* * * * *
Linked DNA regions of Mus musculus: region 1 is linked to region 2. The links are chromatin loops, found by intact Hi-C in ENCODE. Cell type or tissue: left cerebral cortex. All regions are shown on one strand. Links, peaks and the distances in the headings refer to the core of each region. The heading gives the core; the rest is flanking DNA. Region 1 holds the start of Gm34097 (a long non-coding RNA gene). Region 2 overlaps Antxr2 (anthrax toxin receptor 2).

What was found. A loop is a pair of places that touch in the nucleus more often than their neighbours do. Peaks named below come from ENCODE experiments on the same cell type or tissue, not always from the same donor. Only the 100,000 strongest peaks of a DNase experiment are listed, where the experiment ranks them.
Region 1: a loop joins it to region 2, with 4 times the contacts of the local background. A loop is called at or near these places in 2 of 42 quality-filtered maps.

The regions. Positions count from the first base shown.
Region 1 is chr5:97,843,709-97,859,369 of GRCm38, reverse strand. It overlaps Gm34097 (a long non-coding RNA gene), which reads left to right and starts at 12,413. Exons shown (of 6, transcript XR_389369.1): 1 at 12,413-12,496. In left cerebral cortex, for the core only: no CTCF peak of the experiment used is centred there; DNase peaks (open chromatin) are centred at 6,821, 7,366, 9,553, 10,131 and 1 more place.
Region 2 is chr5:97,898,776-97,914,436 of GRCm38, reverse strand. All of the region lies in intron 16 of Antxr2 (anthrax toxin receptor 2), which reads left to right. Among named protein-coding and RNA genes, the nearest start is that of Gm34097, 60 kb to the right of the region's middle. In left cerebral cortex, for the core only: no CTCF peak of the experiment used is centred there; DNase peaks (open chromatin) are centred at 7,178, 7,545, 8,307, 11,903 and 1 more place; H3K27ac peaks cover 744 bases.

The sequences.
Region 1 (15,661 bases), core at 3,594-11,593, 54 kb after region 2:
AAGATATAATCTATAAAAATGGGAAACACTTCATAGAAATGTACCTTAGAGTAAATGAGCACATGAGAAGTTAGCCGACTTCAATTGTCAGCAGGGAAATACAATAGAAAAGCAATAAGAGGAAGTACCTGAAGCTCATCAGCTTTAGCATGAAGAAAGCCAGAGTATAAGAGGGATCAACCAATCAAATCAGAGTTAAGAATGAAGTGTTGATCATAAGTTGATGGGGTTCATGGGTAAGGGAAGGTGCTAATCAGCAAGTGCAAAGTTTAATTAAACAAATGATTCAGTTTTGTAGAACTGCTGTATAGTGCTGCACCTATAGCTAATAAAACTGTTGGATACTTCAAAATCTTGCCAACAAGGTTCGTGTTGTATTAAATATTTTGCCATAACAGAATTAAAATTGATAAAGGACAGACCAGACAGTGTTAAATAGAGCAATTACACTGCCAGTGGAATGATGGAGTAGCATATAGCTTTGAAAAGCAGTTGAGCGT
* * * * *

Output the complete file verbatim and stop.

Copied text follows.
Linked DNA regions of Mus musculus: region 1 is linked to region 2. The links are chromatin loops, found by intact Hi-C in ENCODE. Cell type or tissue: left cerebral cortex. All regions are shown on one strand. Links, peaks and the distances in the headings refer to the core of each region. The heading gives the core; the rest is flanking DNA. Region 1 holds the start of Gm34097 (a long non-coding RNA gene). Region 2 overlaps Antxr2 (anthrax toxin receptor 2).

What was found. A loop is a pair of places that touch in the nucleus more often than their neighbours do. Peaks named below come from ENCODE experiments on the same cell type or tissue, not always from the same donor. Only the 100,000 strongest peaks of a DNase experiment are listed, where the experiment ranks them.
Region 1: a loop joins it to region 2, with 4 times the contacts of the local background. A loop is called at or near these places in 2 of 42 quality-filtered maps.

The regions. Positions count from the first base shown.
Region 1 is chr5:97,843,709-97,859,369 of GRCm38, reverse strand. It overlaps Gm34097 (a long non-coding RNA gene), which reads left to right and starts at 12,413. Exons shown (of 6, transcript XR_389369.1): 1 at 12,413-12,496. In left cerebral cortex, for the core only: no CTCF peak of the experiment used is centred there; DNase peaks (open chromatin) are centred at 6,821, 7,366, 9,553, 10,131 and 1 more place.
Region 2 is chr5:97,898,776-97,914,436 of GRCm38, reverse strand. All of the region lies in intron 16 of Antxr2 (anthrax toxin receptor 2), which reads left to right. Among named protein-coding and RNA genes, the nearest start is that of Gm34097, 60 kb to the right of the region's middle. In left cerebral cortex, for the core only: no CTCF peak of the experiment used is centred there; DNase peaks (open chromatin) are centred at 7,178, 7,545, 8,307, 11,903 and 1 more place; H3K27ac peaks cover 744 bases.

The sequences.
Region 1 (15,661 bases), core at 3,594-11,593, 54 kb after region 2:
AAGATATAATCTATAAAAATGGGAAACACTTCATAGAAATGTACCTTAGAGTAAATGAGCACATGAGAAGTTAGCCGACTTCAATTGTCAGCAGGGAAATACAATAGAAAAGCAATAAGAGGAAGTACCTGAAGCTCATCAGCTTTAGCATGAAGAAAGCCAGAGTATAAGAGGGATCAACCAATCAAATCAGAGTTAAGAATGAAGTGTTGATCATAAGTTGATGGGGTTCATGGGTAAGGGAAGGTGCTAATCAGCAAGTGCAAAGTTTAATTAAACAAATGATTCAGTTTTGTAGAACTGCTGTATAGTGCTGCACCTATAGCTAATAAAACTGTTGGATACTTCAAAATCTTGCCAACAAGGTTCGTGTTGTATTAAATATTTTGCCATAACAGAATTAAAATTGATAAAGGACAGACCAGACAGTGTTAAATAGAGCAATTACACTGCCAGTGGAATGATGGAGTAGCATATAGCTTTGAAAAGCAGTTGAGCGT